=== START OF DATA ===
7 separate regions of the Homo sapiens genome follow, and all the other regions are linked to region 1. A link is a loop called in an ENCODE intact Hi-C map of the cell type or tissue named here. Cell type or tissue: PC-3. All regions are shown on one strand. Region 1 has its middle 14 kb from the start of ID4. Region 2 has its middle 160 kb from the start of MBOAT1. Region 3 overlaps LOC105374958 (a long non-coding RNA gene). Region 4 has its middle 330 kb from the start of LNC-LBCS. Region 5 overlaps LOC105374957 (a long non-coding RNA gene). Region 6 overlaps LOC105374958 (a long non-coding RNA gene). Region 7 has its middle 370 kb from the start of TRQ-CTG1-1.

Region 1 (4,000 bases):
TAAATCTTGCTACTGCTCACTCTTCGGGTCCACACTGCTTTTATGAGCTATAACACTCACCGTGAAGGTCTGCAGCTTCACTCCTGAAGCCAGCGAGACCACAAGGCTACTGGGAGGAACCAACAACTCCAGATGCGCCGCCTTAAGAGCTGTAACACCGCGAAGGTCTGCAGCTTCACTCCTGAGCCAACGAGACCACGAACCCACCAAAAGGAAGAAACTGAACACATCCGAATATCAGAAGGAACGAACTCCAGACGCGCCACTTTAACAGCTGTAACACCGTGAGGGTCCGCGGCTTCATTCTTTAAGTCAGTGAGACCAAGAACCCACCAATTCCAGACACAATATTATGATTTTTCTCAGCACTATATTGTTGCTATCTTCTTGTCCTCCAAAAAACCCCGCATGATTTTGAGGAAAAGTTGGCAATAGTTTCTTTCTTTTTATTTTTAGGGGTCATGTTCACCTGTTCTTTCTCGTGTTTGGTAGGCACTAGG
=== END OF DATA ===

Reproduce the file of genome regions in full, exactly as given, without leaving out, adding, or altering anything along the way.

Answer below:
7 separate regions of the Homo sapiens genome follow, and all the other regions are linked to region 1. A link is a loop called in an ENCODE intact Hi-C map of the cell type or tissue named here. Cell type or tissue: PC-3. All regions are shown on one strand. Region 1 has its middle 14 kb from the start of ID4. Region 2 has its middle 160 kb from the start of MBOAT1. Region 3 overlaps LOC105374958 (a long non-coding RNA gene). Region 4 has its middle 330 kb from the start of LNC-LBCS. Region 5 overlaps LOC105374957 (a long non-coding RNA gene). Region 6 overlaps LOC105374958 (a long non-coding RNA gene). Region 7 has its middle 370 kb from the start of TRQ-CTG1-1.

Region 1 (4,000 bases):
TAAATCTTGCTACTGCTCACTCTTCGGGTCCACACTGCTTTTATGAGCTATAACACTCACCGTGAAGGTCTGCAGCTTCACTCCTGAAGCCAGCGAGACCACAAGGCTACTGGGAGGAACCAACAACTCCAGATGCGCCGCCTTAAGAGCTGTAACACCGCGAAGGTCTGCAGCTTCACTCCTGAGCCAACGAGACCACGAACCCACCAAAAGGAAGAAACTGAACACATCCGAATATCAGAAGGAACGAACTCCAGACGCGCCACTTTAACAGCTGTAACACCGTGAGGGTCCGCGGCTTCATTCTTTAAGTCAGTGAGACCAAGAACCCACCAATTCCAGACACAATATTATGATTTTTCTCAGCACTATATTGTTGCTATCTTCTTGTCCTCCAAAAAACCCCGCATGATTTTGAGGAAAAGTTGGCAATAGTTTCTTTCTTTTTATTTTTAGGGGTCATGTTCACCTGTTCTTTCTCGTGTTTGGTAGGCACTAGG